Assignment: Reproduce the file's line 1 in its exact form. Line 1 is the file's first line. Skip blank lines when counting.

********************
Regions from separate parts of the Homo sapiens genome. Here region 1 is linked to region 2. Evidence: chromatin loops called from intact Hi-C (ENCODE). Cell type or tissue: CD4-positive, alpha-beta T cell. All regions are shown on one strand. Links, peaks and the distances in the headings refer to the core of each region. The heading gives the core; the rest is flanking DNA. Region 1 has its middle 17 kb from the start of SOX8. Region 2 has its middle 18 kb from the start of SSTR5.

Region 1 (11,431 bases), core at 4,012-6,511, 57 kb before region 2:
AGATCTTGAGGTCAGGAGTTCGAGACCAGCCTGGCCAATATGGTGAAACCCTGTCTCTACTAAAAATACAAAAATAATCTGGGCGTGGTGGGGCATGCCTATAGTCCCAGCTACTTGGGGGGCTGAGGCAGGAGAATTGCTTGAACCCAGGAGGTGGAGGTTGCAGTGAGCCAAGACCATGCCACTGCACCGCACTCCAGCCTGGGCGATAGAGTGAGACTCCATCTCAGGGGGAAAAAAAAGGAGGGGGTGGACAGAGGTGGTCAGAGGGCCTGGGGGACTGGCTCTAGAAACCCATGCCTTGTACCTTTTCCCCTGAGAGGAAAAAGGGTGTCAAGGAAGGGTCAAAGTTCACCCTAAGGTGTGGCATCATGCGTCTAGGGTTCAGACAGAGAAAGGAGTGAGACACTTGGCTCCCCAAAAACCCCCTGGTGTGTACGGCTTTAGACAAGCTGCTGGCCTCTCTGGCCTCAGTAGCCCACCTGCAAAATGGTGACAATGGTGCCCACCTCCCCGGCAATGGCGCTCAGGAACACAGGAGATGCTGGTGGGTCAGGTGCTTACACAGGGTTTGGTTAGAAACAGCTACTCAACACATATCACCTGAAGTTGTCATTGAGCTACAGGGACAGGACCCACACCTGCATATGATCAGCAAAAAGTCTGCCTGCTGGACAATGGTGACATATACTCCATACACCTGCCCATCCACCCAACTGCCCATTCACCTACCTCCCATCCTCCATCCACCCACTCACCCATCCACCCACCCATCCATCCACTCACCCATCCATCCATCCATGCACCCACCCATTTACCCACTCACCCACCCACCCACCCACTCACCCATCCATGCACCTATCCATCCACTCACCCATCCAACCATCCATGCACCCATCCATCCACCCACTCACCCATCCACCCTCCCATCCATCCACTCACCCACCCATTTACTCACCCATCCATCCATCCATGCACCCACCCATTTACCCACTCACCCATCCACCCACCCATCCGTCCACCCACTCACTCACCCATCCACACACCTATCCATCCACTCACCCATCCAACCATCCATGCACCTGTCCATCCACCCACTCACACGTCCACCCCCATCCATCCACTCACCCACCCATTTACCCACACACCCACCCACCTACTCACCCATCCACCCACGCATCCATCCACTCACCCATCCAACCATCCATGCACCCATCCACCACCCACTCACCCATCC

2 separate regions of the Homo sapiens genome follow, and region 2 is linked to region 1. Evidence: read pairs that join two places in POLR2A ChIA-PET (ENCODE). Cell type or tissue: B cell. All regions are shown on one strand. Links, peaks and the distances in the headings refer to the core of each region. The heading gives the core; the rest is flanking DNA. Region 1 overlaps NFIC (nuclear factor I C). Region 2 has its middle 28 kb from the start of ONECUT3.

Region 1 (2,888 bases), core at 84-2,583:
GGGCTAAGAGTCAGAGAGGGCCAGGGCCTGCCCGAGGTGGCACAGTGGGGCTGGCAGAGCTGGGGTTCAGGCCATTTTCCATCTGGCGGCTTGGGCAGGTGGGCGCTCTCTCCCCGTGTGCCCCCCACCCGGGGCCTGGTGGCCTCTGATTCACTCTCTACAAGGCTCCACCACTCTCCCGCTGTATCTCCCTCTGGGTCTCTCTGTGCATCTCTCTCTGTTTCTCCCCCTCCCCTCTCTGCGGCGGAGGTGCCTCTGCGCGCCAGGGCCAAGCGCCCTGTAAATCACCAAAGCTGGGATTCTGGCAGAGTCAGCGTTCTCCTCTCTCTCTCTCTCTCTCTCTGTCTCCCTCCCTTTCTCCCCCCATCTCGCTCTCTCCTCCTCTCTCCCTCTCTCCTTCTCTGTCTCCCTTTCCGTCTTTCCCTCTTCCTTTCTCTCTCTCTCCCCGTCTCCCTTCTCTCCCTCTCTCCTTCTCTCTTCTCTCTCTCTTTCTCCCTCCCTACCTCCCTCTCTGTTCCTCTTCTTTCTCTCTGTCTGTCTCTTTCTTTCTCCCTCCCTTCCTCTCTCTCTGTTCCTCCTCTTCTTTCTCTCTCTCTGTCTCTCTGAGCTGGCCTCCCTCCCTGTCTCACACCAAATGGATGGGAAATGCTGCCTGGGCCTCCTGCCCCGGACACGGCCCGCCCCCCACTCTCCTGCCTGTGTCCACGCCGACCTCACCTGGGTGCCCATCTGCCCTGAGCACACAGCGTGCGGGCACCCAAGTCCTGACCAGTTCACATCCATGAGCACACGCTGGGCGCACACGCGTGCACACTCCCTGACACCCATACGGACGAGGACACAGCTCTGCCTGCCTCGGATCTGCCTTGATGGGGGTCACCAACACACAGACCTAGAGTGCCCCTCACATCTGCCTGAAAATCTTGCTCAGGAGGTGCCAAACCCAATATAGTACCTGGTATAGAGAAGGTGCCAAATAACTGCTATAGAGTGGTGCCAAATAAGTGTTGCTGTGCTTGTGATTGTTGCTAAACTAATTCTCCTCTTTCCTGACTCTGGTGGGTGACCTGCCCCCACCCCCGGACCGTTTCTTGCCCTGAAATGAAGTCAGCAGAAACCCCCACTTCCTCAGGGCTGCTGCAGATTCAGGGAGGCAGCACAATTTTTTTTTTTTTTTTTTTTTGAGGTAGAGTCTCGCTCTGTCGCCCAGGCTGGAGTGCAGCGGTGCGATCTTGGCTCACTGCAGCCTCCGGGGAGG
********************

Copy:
Regions from separate parts of the Homo sapiens genome. Here region 1 is linked to region 2. Evidence: chromatin loops called from intact Hi-C (ENCODE). Cell type or tissue: CD4-positive, alpha-beta T cell. All regions are shown on one strand. Links, peaks and the distances in the headings refer to the core of each region. The heading gives the core; the rest is flanking DNA. Region 1 has its middle 17 kb from the start of SOX8. Region 2 has its middle 18 kb from the start of SSTR5.